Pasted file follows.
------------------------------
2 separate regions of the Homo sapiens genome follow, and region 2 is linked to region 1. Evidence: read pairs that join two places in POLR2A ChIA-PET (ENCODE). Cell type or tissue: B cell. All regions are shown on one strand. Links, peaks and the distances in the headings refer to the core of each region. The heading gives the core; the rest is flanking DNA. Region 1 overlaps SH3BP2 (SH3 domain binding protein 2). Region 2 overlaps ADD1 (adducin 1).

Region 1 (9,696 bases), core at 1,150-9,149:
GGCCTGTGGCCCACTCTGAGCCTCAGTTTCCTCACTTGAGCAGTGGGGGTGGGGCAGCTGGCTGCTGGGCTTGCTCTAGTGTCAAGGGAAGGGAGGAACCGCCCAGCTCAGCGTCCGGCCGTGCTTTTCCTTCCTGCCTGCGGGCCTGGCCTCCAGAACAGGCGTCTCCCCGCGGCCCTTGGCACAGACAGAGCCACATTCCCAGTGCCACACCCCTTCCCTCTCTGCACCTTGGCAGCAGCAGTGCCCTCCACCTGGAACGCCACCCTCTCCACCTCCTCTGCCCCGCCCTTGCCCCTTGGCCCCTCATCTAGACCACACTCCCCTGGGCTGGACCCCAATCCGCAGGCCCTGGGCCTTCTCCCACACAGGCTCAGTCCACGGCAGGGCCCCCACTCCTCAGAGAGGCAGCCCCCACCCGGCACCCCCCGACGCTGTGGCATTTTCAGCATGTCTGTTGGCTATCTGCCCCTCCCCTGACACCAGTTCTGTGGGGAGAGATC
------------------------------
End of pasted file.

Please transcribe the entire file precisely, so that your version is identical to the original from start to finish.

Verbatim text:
2 separate regions of the Homo sapiens genome follow, and region 2 is linked to region 1. Evidence: read pairs that join two places in POLR2A ChIA-PET (ENCODE). Cell type or tissue: B cell. All regions are shown on one strand. Links, peaks and the distances in the headings refer to the core of each region. The heading gives the core; the rest is flanking DNA. Region 1 overlaps SH3BP2 (SH3 domain binding protein 2). Region 2 overlaps ADD1 (adducin 1).

Region 1 (9,696 bases), core at 1,150-9,149:
GGCCTGTGGCCCACTCTGAGCCTCAGTTTCCTCACTTGAGCAGTGGGGGTGGGGCAGCTGGCTGCTGGGCTTGCTCTAGTGTCAAGGGAAGGGAGGAACCGCCCAGCTCAGCGTCCGGCCGTGCTTTTCCTTCCTGCCTGCGGGCCTGGCCTCCAGAACAGGCGTCTCCCCGCGGCCCTTGGCACAGACAGAGCCACATTCCCAGTGCCACACCCCTTCCCTCTCTGCACCTTGGCAGCAGCAGTGCCCTCCACCTGGAACGCCACCCTCTCCACCTCCTCTGCCCCGCCCTTGCCCCTTGGCCCCTCATCTAGACCACACTCCCCTGGGCTGGACCCCAATCCGCAGGCCCTGGGCCTTCTCCCACACAGGCTCAGTCCACGGCAGGGCCCCCACTCCTCAGAGAGGCAGCCCCCACCCGGCACCCCCCGACGCTGTGGCATTTTCAGCATGTCTGTTGGCTATCTGCCCCTCCCCTGACACCAGTTCTGTGGGGAGAGATC